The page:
Articles by Laurence d’Argembeau-Thornton in JoVE
Eye Irritation Test (EIT) for Hazard Identification of Eye Irritating Chemicals using Reconstructed Human Cornea-like Epithelial (RhCE) Tissue Model Yulia Kaluzhny1, Helena Kandárová2, Laurence d’Argembeau-Thornton1, Paul Kearney1, Mitchell Klausner1 1MatTek Corporation, 2MatTek In Vitro Life Science Laboratories We have developed an eye irritation test which utilizes a three dimensional reconstructed human cornea-like epithelial (RhCE) tissue model. The test is able to discriminate between ocular irritant and corrosive materials (GHS Categories 1 and 2 combined) and those that do not require labeling (GHS No Category).
Other articles by Laurence d’Argembeau-Thornton on PubMed
Development of the EpiOcular(TM) Eye Irritation Test for Hazard Identification and Labelling of Eye Irritating Chemicals in Response to the Requirements of the EU Cosmetics Directive and REACH Legislation Alternatives to Laboratory Animals : ATLA. Sep, 2011 | Pubmed ID: 21942547 The recently implemented 7th Amendment to the EU Cosmetics Directive and the EU REACH legislation have heightened the need for in vitro ocular test methods. To address this need, the EpiOcular(TM) eye irritation test (EpiOcular-EIT), which utilises the normal (non-transformed) human cell-based EpiOcular tissue model, has been developed. The EpiOcular-EIT prediction model is based on an initial training set of 39 liquid and 21 solid test substances and uses a single exposure period and a single cut-off in tissue viability, as determined by the MTT assay. A chemical is classified as an irritant (GHS Category 1 or 2), if the tissue viability is â‰¤ 60%, and as a non-irritant (GHS unclassified), if the viability is > 60%. EpiOcular-EIT results for the training set, along with results for an additional 52 substances, which included a range of alcohols, hydrocarbons, amines, esters, and ketones, discriminated between ocular irritants and non-irritants with 98.1% sensitivity, 72.9% specificity, and 84.8% accuracy. To ensure the long-term commercial viability of the assay, EpiOcular tissues produced by using three alternative cell culture inserts were evaluated in the EpiOcular-EIT with 94 chemicals. The assay results obtained with the initial insert and the three alternative inserts were very similar, as judged by correlation coefficients (rÂ²) that ranged from 0.82 to 0.96. The EpiOcular-EIT was pre-validated in 2007/2008, and is currently involved in a formal, multi-laboratory validation study sponsored by the European Cosmetics Association (COLIPA) under the auspices of the European Centre for the Validation of Alternative Methods (ECVAM). The EpiOcular-EIT, together with EpiOcular's long history of reproducibility and proven utility for ultra-mildness testing, make EpiOcular a useful model for addressing current legislation related to animal use in the testing of potential ocular irritants.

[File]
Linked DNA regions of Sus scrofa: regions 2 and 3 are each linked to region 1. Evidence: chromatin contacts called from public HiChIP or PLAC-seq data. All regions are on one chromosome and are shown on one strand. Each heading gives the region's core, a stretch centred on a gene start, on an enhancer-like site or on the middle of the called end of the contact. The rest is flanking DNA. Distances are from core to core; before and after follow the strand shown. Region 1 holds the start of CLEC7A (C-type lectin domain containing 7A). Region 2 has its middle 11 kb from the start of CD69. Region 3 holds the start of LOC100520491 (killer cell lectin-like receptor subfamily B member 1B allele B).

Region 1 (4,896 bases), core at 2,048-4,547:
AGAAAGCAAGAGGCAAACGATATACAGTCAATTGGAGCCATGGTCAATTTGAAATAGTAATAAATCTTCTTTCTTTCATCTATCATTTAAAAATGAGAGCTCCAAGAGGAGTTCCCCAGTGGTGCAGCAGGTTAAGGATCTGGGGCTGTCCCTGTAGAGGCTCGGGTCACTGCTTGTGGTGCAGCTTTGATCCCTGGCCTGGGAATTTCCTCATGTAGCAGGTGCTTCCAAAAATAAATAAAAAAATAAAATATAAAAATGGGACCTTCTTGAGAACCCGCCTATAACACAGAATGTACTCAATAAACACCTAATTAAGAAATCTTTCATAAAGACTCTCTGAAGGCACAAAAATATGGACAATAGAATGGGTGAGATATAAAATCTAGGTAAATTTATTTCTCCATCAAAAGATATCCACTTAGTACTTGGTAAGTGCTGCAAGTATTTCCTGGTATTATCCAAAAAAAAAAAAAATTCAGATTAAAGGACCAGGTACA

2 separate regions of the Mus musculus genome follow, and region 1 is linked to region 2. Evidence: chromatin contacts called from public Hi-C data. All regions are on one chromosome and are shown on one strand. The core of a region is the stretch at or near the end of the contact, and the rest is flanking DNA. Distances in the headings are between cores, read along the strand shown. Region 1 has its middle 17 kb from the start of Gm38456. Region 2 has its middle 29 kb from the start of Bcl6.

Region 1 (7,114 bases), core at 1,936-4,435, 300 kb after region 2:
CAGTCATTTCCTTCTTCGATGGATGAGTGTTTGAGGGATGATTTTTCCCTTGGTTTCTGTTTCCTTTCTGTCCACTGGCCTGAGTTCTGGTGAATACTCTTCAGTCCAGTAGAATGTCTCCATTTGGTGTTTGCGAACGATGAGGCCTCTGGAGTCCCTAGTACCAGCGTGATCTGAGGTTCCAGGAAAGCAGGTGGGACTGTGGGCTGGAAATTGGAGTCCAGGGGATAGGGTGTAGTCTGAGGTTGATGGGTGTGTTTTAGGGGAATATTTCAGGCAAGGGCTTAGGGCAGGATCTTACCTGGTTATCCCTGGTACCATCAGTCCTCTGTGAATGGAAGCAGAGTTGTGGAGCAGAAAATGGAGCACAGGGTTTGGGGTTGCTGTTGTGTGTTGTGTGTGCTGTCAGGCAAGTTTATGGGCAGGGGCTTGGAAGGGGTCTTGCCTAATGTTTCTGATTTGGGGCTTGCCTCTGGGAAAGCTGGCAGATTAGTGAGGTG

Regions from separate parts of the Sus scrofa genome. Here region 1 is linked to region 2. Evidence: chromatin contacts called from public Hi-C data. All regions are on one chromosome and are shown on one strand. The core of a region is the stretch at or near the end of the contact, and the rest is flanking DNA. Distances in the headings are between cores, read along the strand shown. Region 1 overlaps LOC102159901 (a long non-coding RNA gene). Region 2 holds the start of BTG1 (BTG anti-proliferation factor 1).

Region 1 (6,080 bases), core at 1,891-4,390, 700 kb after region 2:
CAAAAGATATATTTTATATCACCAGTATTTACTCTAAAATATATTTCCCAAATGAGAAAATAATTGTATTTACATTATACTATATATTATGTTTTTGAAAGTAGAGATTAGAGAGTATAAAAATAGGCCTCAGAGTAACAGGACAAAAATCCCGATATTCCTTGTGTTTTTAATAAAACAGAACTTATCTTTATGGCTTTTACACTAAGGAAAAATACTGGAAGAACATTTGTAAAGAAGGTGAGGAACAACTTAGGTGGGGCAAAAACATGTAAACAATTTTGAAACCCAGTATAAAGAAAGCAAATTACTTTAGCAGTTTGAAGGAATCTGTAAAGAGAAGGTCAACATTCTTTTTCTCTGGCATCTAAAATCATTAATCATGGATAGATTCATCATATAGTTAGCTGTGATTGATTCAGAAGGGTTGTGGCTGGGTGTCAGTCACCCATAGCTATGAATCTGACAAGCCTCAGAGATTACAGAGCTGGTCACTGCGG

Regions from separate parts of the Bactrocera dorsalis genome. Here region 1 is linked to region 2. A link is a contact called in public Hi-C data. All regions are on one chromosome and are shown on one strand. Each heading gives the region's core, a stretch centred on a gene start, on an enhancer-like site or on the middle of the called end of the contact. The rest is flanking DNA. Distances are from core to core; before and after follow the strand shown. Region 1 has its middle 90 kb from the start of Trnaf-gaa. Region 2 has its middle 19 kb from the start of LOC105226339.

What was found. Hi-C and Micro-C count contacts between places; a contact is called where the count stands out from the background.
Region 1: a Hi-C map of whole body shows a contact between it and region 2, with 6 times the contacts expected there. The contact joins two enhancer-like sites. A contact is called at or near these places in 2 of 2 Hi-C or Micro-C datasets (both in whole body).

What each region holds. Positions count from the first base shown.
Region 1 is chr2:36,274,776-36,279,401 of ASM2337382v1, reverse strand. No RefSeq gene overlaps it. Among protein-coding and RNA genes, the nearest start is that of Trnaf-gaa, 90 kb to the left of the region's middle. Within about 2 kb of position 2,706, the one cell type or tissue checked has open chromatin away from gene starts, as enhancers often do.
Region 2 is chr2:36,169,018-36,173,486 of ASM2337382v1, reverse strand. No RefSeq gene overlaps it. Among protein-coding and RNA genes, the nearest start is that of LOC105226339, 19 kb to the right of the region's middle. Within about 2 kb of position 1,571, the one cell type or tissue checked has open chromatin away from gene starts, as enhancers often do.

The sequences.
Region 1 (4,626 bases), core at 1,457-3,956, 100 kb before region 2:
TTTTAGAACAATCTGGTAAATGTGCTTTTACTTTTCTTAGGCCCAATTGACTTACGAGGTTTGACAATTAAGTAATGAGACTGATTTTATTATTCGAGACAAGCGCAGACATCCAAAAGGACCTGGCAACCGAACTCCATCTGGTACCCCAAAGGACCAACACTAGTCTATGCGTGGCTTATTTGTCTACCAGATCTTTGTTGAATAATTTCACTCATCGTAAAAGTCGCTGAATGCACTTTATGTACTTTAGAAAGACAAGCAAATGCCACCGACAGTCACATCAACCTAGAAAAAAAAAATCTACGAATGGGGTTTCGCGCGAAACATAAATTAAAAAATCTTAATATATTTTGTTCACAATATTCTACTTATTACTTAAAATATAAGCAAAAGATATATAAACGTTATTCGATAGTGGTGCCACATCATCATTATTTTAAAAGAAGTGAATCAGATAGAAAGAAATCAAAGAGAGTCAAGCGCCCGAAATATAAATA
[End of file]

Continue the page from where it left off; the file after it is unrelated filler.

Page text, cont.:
The EpiOcular Eye Irritation Test (EIT) for Hazard Identification and Labelling of Eye Irritating Chemicals: Protocol Optimisation for Solid Materials and the Results After Extended Shipment Alternatives to Laboratory Animals : ATLA. May, 2015 | Pubmed ID: 25995013 The 7th Amendment to the EU Cosmetics Directive and the EU REACH Regulation have reinforced the need for in vitro ocular test methods. Validated in vitro ocular toxicity tests that can predict the human response to chemicals, cosmetics and other consumer products are required for the safety assessment of materials that intentionally, or inadvertently, come into contact with the eye. The EpiOcular Eye Irritation Test (EIT), which uses the normal human cell-based EpiOcular™ tissue model, was developed to address this need. The EpiOcular-EIT is able to discriminate, with high sensitivity and accuracy, between ocular irritant/corrosive materials and those that require no labelling. Although the original EpiOcular-EIT protocol was successfully pre-validated in an international, multicentre study sponsored by COLIPA (the predecessor to Cosmetics Europe), data from two larger studies (the EURL ECVAM-COLIPA validation study and an independent in-house validation at BASF SE) resulted in a sensitivity for the protocol for solids that was below the acceptance criteria set by the Validation Management Group (VMG) for eye irritation, and indicated the need for improvement of the assay's sensitivity for solids. By increasing the exposure time for solid materials from 90 minutes to 6 hours, the optimised EpiOcular-EIT protocol achieved 100% sensitivity, 68.4% specificity and 84.6% accuracy, thereby meeting all the acceptance criteria set by the VMG. In addition, to satisfy the needs of Japan and the Pacific region, the EpiOcular-EIT method was evaluated for its performance after extended shipment and storage of the tissues (4-5 days), and it was confirmed that the assay performs with similar levels of sensitivity, specificity and reproducibility in these circumstances.